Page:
SOUTH HILLS COMMAND CENTER – So you awoke today to find the Pirates off to 48-30 start, winners of a season-best six straight, and tied with division rival St. Louis for the best record in baseball.
Just another June 27th in Pittsburgh, right?
The Pirates are coming off a 7-2 road trip despite being down A.J. Burnett and Wandy Rodriguez. Life is pretty good.
This should be a team that wins more than 81 games, barring an epic collapse. But if this is going to be a postseason team, the Pirates have plenty of room for growth offensively. And to stick with St. Louis they’ll need to improve, unless you think Jeff Locke, Francisco Liriano, A.J. Burnett, Mark Melancon and Jason Grilli are each going to have second halves as good as their first.
Unless the Pirates make a trade for a proven slugger, I don’t expect any dramatic infusion of power numbers and one-swing, game-changing ability. But what the team could do to dramatically improve its offensive production (11th in the NL in runs, 11th in the NL in OBP) is to cut down on strikeouts.
The Pirates rank second in the NL in Ks and Felix Hernandez struck out 11 more Pirates on Wednesday.
If the Pirates were hitting with power, I’d say the strikeout cost would be OK because there was a resulting power reward. But the Pirates are 10th in the NL in slugging.
Can Jay Bell improve the Pirates’ approach at the plate?
The Pirates don’t need a big name to improve their offense. They could improve simply by putting more balls in play and thereby place more runners on base. The Pirates are striking out 8.46 times per game.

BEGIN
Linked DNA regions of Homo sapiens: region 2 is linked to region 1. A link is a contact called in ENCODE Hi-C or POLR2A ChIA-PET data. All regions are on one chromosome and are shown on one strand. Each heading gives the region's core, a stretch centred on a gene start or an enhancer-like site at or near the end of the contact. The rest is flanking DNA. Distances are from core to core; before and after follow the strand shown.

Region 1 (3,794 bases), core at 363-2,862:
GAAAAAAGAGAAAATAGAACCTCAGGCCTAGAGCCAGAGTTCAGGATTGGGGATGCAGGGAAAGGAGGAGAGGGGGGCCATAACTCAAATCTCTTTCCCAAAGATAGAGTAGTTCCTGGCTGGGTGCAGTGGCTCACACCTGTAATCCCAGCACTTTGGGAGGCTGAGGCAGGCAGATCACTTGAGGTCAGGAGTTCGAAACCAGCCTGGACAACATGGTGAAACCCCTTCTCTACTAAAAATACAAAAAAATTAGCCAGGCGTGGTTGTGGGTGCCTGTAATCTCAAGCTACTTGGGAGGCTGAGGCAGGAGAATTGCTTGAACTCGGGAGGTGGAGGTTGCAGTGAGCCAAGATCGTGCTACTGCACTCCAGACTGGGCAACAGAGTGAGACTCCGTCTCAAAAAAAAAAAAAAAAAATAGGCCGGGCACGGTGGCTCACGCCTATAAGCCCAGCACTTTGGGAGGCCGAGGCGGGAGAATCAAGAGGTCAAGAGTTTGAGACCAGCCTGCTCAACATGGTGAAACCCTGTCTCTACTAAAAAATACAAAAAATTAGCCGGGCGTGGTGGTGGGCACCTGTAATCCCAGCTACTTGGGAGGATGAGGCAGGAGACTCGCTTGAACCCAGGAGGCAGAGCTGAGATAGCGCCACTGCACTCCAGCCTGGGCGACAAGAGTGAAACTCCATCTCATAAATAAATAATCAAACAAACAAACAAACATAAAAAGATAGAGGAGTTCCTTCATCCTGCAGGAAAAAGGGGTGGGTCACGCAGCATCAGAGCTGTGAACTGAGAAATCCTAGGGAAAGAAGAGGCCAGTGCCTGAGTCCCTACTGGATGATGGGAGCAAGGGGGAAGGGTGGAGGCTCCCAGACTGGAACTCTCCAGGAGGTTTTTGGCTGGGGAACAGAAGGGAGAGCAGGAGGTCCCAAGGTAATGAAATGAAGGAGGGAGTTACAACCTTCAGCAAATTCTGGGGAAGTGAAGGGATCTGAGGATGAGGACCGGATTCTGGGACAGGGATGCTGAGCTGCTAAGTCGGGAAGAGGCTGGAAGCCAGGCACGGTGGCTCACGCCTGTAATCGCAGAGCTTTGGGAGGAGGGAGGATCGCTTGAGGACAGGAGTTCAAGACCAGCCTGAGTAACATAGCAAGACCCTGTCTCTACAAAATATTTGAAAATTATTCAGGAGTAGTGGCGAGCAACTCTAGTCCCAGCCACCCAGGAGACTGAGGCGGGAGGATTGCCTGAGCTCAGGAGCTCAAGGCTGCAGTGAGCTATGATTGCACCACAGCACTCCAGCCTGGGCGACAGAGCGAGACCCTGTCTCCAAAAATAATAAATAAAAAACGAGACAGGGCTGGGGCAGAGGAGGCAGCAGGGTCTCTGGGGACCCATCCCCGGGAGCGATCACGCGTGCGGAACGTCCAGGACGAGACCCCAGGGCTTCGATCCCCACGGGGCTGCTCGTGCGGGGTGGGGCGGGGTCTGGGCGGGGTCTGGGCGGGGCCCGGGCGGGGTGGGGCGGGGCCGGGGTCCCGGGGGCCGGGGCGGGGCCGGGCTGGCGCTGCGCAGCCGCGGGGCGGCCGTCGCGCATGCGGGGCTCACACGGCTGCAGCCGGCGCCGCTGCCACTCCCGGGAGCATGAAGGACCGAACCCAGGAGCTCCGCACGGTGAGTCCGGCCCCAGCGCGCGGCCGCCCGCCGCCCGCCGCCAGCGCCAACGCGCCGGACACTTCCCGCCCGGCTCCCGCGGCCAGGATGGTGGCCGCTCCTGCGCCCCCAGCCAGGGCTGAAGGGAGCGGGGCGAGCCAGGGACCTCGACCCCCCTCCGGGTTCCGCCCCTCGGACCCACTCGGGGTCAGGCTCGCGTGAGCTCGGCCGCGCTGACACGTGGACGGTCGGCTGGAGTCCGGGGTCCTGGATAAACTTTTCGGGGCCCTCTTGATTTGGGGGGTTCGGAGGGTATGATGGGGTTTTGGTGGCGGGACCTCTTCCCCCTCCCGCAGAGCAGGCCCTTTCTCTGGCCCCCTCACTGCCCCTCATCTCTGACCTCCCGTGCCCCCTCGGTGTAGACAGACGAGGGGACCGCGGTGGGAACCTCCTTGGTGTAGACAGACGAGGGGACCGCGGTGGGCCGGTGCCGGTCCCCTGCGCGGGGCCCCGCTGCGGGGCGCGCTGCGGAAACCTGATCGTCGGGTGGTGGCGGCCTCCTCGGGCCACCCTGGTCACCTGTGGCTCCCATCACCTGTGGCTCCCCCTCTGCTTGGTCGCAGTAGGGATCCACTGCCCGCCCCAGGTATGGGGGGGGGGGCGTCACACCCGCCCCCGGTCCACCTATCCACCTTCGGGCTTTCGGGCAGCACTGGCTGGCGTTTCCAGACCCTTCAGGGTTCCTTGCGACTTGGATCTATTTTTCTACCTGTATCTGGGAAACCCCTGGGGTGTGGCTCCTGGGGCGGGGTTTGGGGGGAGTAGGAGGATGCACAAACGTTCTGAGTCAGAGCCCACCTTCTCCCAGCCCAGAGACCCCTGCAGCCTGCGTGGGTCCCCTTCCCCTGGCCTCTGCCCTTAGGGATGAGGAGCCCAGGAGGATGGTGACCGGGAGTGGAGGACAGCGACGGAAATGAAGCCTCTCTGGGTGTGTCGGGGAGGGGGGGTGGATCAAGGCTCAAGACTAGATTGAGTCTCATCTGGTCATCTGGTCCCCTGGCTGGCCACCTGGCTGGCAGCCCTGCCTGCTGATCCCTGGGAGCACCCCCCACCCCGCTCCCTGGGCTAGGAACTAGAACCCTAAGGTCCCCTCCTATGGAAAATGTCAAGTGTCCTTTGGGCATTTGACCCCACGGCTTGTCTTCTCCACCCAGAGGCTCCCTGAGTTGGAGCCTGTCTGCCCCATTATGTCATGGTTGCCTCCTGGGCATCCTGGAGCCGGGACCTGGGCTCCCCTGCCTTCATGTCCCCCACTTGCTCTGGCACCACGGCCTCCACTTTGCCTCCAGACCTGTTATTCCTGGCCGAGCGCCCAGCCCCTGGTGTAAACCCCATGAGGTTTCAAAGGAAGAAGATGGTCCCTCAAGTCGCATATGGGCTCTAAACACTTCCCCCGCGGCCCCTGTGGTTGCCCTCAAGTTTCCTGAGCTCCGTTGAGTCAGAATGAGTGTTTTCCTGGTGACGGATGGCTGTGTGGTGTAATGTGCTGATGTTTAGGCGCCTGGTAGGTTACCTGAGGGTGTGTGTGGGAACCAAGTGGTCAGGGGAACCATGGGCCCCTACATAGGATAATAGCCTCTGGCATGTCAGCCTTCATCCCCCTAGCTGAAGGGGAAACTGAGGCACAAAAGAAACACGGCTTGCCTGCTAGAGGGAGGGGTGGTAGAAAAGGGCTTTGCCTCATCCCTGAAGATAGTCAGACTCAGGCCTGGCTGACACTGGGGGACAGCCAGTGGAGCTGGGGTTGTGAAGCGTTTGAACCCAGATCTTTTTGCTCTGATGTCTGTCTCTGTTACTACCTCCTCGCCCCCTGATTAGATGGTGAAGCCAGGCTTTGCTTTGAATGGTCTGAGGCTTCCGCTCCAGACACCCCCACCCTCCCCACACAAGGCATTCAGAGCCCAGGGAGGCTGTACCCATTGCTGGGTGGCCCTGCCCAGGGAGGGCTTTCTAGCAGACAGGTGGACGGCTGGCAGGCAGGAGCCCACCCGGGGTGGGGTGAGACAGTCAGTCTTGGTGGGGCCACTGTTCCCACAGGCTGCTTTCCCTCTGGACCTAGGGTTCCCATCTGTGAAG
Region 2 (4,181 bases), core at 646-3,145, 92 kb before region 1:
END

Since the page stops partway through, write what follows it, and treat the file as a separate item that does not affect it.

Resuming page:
Outside of Alvarez, there shouldn’t be a high-volume strikeout guy on this team, there simply aren’t any premium power hitting profiles on the team to accept such non production. And PNC Park isn’t an offensive park. Moreover, Bill James has said the most under-valued hitters in today’s power-depressed game are those that put the ball in play.
Of course there is easier said than done. Hitters’ approaches have been formed over years.
For Friday’s paper I’m looking at the decline of pure hitters in the game. Pirates manager Clint Hurdle has noted the Pirates are simply chasing to many pitches out of the zone and not making enough contact in the zone. In general in baseball, he blames aluminum bat:
“The aluminum bat is probably one of the single biggest reasons why people don’t handle the bat like we used to be taught to handle a bat,” Hurdle said. “The sweet spot on a wood bat is three inches long and it’s about a quarter-inch wide. The sweet spot on an aluminum bat is about an inch-and-a-half wide and about six inches long. You can cheat you can get out there and hook. You don’t have to worry about getting jammed as much.”
Still, I believe slight changes to approach can be made.
Sure, adding a Giancarlo Stanton would boost the offense but so would a simpler in-house change: putting the ball in play and using the whole field. The Pirates don’t have to be an elite offensive team to make the postseason but they at least have to give themselves a change to produce runs by getting on base.
A SCOUT ON COLE …
… talking to BP’s John Perrotto
“You watch him pitch and realize he really hasn’t even scratched the surface yet. He throws hard but he doesn’t walk anybody and he doesn’t seem to get nervous for a young kid. He’s going to be something special.”
THREE PIRATES CRACK BP’S MIDSEASON TOP 50 PROSPECTS
Three Pirates prospects – Jameson Taillon (No. 10), Gregory Polanco (No. 12) and Tyler Glasnow (No. 46) – made Baseball Prospectus’s updated top 50 list this season. Taillon and Polanco were also among Keith Law’s updated top 25 prospects last month. BP wrote Glasnow has potential to crack the top 25 with a strong second half.